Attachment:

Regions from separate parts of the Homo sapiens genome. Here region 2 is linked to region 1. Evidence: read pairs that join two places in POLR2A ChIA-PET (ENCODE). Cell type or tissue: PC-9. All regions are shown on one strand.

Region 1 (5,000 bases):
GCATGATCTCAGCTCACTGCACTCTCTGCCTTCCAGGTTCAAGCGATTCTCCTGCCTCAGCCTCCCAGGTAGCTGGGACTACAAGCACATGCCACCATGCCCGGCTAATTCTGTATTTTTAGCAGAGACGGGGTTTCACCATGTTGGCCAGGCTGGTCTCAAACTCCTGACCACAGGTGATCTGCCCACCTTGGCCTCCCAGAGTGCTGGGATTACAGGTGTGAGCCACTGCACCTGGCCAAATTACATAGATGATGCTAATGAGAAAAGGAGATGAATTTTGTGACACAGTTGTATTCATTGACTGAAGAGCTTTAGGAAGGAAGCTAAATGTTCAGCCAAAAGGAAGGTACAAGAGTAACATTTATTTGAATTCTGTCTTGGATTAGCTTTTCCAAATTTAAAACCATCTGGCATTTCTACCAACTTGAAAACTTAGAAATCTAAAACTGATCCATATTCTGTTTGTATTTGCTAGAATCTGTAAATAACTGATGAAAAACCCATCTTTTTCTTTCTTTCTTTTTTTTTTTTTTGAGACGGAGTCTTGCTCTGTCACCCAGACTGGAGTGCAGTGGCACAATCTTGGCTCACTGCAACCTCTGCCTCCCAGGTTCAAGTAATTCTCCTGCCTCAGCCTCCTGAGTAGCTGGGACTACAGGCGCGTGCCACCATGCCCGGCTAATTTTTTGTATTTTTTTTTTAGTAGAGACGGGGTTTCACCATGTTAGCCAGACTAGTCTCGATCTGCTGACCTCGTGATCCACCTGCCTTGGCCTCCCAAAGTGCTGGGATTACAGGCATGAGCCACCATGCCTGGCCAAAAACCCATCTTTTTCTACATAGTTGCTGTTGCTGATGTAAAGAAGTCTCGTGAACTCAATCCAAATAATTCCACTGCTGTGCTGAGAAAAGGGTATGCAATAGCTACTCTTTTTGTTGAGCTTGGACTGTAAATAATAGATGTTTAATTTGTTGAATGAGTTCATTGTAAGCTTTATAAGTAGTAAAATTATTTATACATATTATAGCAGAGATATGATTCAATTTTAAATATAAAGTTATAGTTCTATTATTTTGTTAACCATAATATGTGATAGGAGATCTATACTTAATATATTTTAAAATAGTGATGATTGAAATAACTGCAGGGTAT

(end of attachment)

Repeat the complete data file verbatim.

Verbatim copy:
Regions from separate parts of the Homo sapiens genome. Here region 2 is linked to region 1. Evidence: read pairs that join two places in POLR2A ChIA-PET (ENCODE). Cell type or tissue: PC-9. All regions are shown on one strand.

Region 1 (5,000 bases):
GCATGATCTCAGCTCACTGCACTCTCTGCCTTCCAGGTTCAAGCGATTCTCCTGCCTCAGCCTCCCAGGTAGCTGGGACTACAAGCACATGCCACCATGCCCGGCTAATTCTGTATTTTTAGCAGAGACGGGGTTTCACCATGTTGGCCAGGCTGGTCTCAAACTCCTGACCACAGGTGATCTGCCCACCTTGGCCTCCCAGAGTGCTGGGATTACAGGTGTGAGCCACTGCACCTGGCCAAATTACATAGATGATGCTAATGAGAAAAGGAGATGAATTTTGTGACACAGTTGTATTCATTGACTGAAGAGCTTTAGGAAGGAAGCTAAATGTTCAGCCAAAAGGAAGGTACAAGAGTAACATTTATTTGAATTCTGTCTTGGATTAGCTTTTCCAAATTTAAAACCATCTGGCATTTCTACCAACTTGAAAACTTAGAAATCTAAAACTGATCCATATTCTGTTTGTATTTGCTAGAATCTGTAAATAACTGATGAAAAACCCATCTTTTTCTTTCTTTCTTTTTTTTTTTTTTGAGACGGAGTCTTGCTCTGTCACCCAGACTGGAGTGCAGTGGCACAATCTTGGCTCACTGCAACCTCTGCCTCCCAGGTTCAAGTAATTCTCCTGCCTCAGCCTCCTGAGTAGCTGGGACTACAGGCGCGTGCCACCATGCCCGGCTAATTTTTTGTATTTTTTTTTTAGTAGAGACGGGGTTTCACCATGTTAGCCAGACTAGTCTCGATCTGCTGACCTCGTGATCCACCTGCCTTGGCCTCCCAAAGTGCTGGGATTACAGGCATGAGCCACCATGCCTGGCCAAAAACCCATCTTTTTCTACATAGTTGCTGTTGCTGATGTAAAGAAGTCTCGTGAACTCAATCCAAATAATTCCACTGCTGTGCTGAGAAAAGGGTATGCAATAGCTACTCTTTTTGTTGAGCTTGGACTGTAAATAATAGATGTTTAATTTGTTGAATGAGTTCATTGTAAGCTTTATAAGTAGTAAAATTATTTATACATATTATAGCAGAGATATGATTCAATTTTAAATATAAAGTTATAGTTCTATTATTTTGTTAACCATAATATGTGATAGGAGATCTATACTTAATATATTTTAAAATAGTGATGATTGAAATAACTGCAGGGTAT